I love camping outside in winter because it is so romantic. My family can set the fire and converse together in thick clothes at low temperatures. Although camping in winter is an excellent idea, it can occur many sudden bad problems. One of the worst issues is the freeze of water. The RVs are not good insulators as buildings so that we can feel cold even staying inside the RV. Additionally, the RV plumbing such as fresh-water tanks, pipes, waste tanks could be freeze and cracked when they get too cold. Therefore, you should equip pieces of knowledge carefully if you want to travel in winter. In this article, I will share my helpful experiences to help you prevent this issue.
Keep the Temperature of the RV Above Freezing
Many pipes have shown the freeze at 20 degrees Fahrenheit, but you should set at least 45 degrees on your thermostat of the furnace.
Keep this temperature overnight to prevent frigid inside the rig. Moreover, you ought to open the sink cabinet doors to maintain warm air around those pipes.
When you open the doors, you can see cavities around the hole where the pipe contacts the floor or wall. These gaps can lead cool air into your RV, so you can use the sealant to cover those gaps. Besides that, the sealant can prevent rodents or bugs from approaching your RV.
To hinder the escape of warm air, make sure to insulate doorways and windows with beneficial products such as insulating curtains or Reflectix.
The important thing that you need to remember when running propane is ventilation. Keep the ceiling vent cracked or window open so the toxic fumes can get off. Besides that, you could use space heaters to warm up the area inside your RV.
Insulate Tanks And Pipes on the Outside of Your RV
Some types of RVs consist of insulated basement storage places, and this thing is very beneficial to prevent pipes from freezing when they go over storage bays. If your RV doesn’t have this function, you need to equip other measures to protect your pipes.
Moreover, you can wrap these pipes and exposed tanks with insulation. With your exteriors in your unit, you use the insulation to cover them and hold that padding at a permanent position with rubberized sheeting. To maintain the warmth of the interiors, you can add more layers of insulation to the bays.
Warm Up the Tank And Pipes on the Outside of Your RV
A tank heating pad is a good temporary solution for you to warm up your pipes. The pads are integrated with thermostats so that they will turn on automatically when the temperature of your tank is too low, and they turn off when the tank gets warmer.
Another way to warm the pipes is by putting heat lamps or small heaters inside the bays. But remember that you should keep the stored appliances far away from the heating items.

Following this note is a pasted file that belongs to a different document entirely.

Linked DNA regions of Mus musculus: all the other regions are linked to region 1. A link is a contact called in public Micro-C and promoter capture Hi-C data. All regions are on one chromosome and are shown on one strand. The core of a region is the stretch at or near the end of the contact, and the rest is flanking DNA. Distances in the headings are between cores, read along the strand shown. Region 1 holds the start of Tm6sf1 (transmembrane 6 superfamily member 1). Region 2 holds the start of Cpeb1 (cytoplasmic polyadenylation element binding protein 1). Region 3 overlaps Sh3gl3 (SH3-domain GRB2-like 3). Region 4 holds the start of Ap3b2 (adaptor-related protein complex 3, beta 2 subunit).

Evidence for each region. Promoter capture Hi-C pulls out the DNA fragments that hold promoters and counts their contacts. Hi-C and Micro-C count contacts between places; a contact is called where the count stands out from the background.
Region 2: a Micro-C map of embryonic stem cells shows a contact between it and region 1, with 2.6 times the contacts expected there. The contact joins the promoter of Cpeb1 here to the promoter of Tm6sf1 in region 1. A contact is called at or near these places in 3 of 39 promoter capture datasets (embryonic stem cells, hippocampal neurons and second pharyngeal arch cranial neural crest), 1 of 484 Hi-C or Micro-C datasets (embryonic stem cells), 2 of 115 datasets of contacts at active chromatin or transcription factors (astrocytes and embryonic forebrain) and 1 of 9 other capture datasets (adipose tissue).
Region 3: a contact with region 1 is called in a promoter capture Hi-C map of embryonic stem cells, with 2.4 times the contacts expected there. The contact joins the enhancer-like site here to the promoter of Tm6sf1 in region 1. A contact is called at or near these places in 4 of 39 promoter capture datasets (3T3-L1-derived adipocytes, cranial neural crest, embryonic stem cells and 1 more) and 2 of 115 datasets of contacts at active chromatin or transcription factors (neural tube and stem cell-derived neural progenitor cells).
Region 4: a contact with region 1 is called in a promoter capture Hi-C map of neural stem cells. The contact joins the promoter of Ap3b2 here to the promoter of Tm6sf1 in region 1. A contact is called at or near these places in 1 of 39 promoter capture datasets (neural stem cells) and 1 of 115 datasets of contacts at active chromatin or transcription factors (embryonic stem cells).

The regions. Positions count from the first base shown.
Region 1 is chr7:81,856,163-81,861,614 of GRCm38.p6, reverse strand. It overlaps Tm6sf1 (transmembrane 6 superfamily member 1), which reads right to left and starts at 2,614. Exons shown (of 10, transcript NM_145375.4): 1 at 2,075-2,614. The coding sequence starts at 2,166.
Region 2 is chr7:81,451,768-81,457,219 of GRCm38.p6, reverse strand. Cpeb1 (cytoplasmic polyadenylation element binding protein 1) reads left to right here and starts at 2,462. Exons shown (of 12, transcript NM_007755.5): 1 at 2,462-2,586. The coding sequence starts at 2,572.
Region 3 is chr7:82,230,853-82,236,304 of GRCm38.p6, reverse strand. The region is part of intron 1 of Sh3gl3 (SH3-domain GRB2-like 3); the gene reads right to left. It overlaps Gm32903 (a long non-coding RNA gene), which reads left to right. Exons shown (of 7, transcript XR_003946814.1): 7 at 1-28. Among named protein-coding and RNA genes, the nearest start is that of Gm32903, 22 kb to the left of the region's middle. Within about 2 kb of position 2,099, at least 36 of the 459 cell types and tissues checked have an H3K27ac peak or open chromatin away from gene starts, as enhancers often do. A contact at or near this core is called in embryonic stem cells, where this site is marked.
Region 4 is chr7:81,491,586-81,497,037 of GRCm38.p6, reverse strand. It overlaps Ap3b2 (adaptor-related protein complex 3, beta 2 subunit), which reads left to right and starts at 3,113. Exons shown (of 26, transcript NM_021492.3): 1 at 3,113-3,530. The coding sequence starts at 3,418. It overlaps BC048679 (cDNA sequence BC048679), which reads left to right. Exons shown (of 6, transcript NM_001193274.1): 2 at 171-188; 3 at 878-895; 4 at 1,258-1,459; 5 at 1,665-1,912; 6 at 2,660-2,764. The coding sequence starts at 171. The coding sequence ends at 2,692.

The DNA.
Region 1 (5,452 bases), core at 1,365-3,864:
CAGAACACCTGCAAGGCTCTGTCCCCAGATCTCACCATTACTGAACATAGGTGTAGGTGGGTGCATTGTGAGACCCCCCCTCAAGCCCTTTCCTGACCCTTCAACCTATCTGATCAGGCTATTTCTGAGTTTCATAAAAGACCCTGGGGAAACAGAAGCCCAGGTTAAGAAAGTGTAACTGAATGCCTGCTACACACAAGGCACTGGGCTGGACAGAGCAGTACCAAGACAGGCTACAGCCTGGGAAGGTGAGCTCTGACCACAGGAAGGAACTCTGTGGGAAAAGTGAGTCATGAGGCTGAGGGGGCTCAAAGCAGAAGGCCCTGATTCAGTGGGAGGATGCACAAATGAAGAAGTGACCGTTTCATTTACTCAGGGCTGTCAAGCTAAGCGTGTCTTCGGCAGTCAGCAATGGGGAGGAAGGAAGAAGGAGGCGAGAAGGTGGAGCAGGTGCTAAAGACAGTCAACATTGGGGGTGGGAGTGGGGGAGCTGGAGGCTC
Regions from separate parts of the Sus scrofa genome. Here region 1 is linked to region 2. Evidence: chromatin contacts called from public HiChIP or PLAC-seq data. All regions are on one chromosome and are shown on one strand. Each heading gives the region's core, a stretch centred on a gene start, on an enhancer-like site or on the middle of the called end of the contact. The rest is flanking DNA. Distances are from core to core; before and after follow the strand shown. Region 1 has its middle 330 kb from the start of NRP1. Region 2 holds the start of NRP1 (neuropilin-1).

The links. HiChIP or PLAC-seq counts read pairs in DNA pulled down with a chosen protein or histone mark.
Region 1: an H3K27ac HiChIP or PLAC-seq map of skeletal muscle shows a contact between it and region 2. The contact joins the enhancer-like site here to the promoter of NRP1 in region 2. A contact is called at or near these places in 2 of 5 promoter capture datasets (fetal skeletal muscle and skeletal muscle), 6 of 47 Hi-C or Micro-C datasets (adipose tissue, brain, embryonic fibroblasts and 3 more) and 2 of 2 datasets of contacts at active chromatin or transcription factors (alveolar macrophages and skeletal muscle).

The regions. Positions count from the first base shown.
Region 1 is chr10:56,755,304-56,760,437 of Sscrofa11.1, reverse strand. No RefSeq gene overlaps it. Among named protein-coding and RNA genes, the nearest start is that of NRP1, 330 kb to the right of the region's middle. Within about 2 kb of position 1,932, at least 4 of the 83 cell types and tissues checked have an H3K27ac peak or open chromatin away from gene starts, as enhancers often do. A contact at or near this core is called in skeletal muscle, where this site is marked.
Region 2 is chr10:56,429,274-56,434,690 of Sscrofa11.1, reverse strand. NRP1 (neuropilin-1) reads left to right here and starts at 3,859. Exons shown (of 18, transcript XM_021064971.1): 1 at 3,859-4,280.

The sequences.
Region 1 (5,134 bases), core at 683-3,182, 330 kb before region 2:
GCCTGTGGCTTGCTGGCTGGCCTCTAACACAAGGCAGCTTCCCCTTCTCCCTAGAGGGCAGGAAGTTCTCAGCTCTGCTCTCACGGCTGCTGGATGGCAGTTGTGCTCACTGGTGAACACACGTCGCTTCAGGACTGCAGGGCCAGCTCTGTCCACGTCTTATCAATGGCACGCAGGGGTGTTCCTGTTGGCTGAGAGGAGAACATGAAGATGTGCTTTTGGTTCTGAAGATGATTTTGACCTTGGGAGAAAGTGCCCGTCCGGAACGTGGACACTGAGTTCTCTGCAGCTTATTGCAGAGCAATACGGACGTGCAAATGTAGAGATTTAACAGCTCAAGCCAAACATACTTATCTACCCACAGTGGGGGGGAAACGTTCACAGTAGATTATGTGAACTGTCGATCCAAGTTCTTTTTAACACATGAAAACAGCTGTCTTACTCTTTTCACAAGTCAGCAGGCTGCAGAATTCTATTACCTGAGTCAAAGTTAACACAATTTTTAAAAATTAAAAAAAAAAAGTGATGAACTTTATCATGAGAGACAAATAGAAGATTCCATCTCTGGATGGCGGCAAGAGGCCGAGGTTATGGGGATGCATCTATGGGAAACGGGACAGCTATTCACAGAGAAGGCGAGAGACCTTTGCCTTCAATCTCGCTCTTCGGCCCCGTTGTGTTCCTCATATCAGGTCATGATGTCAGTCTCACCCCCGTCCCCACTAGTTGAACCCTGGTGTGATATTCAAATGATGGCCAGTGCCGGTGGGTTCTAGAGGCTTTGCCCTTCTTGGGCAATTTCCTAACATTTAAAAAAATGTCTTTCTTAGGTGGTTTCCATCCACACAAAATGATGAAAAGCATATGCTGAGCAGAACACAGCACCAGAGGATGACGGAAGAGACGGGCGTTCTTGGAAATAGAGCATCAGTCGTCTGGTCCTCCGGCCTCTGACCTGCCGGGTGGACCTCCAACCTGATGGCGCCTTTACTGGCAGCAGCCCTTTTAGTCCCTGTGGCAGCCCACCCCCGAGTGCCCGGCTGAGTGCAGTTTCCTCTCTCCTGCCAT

Don’t Get Your Tank Too Full
You must know that water can expand when it freezes. Hence, when you face with freezing temperatures, you ought to keep your tank empty. Unless the pressure of freezing can crack the tank.
If your RV’s tank isn’t cracked by thick ice, the thawing liquid can be backed up the pipes into the closest interior such as shower area, toilet and sink drain. Certainly, it will cause flooding of wastewater and bad odors.
Protect Connections Between the Park’s Utilities And the RV
It would help if you kept a downward slope of the connection between RV’s sewer and the drain because fluids in hoses are effortless to freezing. Some campers have changed to use solid PVC pipes instead of original RV sewer to prevent them from leaking and cracking.
You can protect your fresh-water hose from freezing by making your own product. Cover the hose with insulation and finish by applying the heat tape outside.
You can maintain one tap dripping as your faucets to remove stagnant water from freezing inside your fresh-water hose.
What Should We do if Our RV Plumbing Freezes
Although you have followed the entire steps above, you can often face not running water problems. In this case, you ought to perform some quick tests to prevent damage.
Step 1: Determine where the freezing happened so that you can address the wastewater tanks first. Go outside and check the wastewater hose. If you feel it is frozen at all, you have to defrost it immediately.
Step 2: Use a hair-dryer or heat tape to warm up along the length of the wastewater hose until the water removes completely, you should start from sewer drain to RV’s sewer outlet.
Step 3: Check the fresh-water hose. Turn off the spigot and remove it from the RV. Use items on step 2 to thaw the water inside. Remember that you do not use hot water to defrost the water inside the hoses because the difference in temperature will crack them.
Step 4: Check the entire water source inside your RV.
These are some ways to prevent freezing both inside and outside your RV. I have successful and enjoy romantic journeys conveniently.
Did you find these tips are beneficial with your RV?
Let us know in the comments below!
Please share them with other campers once you are successful.